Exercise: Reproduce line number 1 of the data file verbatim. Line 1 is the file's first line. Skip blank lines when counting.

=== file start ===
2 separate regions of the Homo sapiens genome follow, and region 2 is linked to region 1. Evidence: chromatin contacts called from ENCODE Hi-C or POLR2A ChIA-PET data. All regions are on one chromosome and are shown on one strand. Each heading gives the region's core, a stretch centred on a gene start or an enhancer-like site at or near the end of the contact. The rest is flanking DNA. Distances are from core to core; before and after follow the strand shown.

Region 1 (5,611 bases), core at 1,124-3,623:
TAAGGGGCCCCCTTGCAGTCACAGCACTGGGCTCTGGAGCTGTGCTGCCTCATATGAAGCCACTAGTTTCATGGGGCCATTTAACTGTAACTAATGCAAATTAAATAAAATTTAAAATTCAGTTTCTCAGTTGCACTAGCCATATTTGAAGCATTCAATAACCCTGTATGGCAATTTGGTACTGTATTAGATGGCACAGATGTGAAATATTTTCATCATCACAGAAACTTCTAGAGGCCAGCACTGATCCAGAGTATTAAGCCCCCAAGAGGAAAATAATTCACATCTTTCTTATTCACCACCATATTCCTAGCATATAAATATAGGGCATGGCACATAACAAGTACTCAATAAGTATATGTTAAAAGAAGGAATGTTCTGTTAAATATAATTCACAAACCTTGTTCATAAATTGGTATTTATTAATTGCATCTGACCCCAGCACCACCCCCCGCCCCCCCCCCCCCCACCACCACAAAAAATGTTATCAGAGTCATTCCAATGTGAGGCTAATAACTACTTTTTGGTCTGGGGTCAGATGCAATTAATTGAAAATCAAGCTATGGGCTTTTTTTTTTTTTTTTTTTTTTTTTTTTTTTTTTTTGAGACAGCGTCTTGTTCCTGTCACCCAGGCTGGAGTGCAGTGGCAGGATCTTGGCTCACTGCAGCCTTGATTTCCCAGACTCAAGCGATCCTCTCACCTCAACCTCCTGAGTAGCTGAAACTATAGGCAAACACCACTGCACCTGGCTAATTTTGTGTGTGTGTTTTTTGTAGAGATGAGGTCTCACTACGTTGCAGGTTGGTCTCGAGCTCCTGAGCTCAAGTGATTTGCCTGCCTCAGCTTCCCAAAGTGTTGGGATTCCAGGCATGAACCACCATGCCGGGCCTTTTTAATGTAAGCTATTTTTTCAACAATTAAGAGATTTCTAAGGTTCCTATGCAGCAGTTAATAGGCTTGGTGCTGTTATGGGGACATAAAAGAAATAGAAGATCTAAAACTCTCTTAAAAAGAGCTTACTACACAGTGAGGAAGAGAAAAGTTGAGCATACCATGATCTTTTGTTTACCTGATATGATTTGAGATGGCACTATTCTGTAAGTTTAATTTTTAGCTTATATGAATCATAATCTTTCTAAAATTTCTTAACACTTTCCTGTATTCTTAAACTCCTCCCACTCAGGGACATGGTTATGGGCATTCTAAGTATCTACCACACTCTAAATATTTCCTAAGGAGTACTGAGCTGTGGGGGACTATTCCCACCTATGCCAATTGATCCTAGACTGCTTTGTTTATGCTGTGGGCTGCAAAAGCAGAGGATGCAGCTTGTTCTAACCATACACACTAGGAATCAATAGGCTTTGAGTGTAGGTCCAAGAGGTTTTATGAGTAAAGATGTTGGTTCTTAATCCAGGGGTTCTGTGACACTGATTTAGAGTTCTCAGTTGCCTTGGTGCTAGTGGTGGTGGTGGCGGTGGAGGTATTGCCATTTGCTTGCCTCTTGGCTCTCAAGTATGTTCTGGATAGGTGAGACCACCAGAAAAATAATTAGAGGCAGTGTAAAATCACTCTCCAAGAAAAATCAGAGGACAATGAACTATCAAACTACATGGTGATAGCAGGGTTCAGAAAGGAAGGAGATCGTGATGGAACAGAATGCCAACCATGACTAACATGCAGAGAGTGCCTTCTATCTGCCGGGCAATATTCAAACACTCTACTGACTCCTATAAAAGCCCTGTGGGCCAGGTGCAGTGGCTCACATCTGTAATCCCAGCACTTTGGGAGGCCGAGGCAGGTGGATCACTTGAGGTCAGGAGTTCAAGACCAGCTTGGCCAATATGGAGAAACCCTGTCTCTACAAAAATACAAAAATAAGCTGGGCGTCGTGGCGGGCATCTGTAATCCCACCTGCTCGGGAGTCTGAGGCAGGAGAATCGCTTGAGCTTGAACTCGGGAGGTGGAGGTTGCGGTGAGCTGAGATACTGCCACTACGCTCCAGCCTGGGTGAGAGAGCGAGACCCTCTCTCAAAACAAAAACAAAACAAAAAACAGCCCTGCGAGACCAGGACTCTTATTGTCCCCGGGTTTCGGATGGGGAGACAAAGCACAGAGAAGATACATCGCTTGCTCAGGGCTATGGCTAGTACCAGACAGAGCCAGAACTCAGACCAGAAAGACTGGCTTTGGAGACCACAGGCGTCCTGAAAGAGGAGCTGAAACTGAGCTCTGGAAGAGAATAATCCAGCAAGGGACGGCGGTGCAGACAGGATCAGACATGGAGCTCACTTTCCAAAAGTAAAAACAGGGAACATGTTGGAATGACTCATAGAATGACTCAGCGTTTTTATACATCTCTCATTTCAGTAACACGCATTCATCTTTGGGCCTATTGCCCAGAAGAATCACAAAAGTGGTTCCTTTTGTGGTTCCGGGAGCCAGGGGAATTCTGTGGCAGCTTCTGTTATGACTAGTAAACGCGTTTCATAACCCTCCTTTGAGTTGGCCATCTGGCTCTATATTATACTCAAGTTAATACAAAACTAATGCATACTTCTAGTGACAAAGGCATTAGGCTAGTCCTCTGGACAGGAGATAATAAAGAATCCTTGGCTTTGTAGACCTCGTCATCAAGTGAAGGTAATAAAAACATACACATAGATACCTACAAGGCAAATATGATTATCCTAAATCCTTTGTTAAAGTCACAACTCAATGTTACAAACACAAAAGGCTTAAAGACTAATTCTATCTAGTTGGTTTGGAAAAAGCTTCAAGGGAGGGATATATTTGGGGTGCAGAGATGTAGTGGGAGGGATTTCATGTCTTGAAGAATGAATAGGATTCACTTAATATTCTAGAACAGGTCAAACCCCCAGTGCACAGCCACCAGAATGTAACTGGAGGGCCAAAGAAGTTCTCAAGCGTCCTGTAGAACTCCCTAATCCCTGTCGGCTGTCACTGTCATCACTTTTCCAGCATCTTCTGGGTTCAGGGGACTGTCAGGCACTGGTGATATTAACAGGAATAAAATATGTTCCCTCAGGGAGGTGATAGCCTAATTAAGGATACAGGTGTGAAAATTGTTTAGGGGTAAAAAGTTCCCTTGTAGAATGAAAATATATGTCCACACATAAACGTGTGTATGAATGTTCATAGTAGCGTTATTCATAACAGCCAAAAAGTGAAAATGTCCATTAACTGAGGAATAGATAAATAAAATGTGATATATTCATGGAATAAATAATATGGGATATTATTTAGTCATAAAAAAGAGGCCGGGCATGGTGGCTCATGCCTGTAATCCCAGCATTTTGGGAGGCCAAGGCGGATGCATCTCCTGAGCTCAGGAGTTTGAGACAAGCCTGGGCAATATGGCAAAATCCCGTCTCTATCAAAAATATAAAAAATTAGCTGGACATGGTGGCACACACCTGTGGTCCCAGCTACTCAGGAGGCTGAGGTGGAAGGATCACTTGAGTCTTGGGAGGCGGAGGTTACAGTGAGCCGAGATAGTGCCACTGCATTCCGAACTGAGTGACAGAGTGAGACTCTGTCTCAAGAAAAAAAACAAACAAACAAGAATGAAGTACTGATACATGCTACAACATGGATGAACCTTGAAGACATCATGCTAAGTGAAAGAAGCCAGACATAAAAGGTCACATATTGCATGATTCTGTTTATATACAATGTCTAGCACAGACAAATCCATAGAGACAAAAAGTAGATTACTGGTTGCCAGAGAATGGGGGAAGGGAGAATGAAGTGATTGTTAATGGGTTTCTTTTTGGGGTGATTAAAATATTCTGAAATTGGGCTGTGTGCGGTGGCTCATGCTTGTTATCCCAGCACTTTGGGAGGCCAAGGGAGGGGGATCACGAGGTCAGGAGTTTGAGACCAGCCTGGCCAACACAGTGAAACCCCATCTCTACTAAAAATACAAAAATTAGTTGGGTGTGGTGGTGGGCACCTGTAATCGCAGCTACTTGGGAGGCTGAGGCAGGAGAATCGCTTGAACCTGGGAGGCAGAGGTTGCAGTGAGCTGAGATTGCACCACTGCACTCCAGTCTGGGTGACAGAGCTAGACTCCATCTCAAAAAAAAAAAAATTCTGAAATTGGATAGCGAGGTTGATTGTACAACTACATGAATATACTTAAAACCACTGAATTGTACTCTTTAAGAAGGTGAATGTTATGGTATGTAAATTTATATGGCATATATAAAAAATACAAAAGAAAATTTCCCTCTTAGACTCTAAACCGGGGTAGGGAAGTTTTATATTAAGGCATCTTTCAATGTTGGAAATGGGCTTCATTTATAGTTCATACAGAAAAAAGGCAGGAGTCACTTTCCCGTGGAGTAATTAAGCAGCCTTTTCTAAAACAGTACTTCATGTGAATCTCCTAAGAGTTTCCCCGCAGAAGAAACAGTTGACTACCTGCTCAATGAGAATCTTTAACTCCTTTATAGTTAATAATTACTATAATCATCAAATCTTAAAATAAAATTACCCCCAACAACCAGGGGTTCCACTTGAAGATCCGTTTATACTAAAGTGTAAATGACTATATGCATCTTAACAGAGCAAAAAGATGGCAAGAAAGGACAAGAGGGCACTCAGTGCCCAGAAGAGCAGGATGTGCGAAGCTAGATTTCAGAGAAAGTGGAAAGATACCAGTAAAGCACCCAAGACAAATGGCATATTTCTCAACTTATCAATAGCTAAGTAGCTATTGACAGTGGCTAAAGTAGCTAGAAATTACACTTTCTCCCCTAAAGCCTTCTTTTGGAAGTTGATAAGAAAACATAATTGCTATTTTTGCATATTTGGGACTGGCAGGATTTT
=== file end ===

2 separate regions of the Homo sapiens genome follow, and region 2 is linked to region 1. Evidence: chromatin contacts called from ENCODE Hi-C or POLR2A ChIA-PET data. All regions are on one chromosome and are shown on one strand. Each heading gives the region's core, a stretch centred on a gene start or an enhancer-like site at or near the end of the contact. The rest is flanking DNA. Distances are from core to core; before and after follow the strand shown.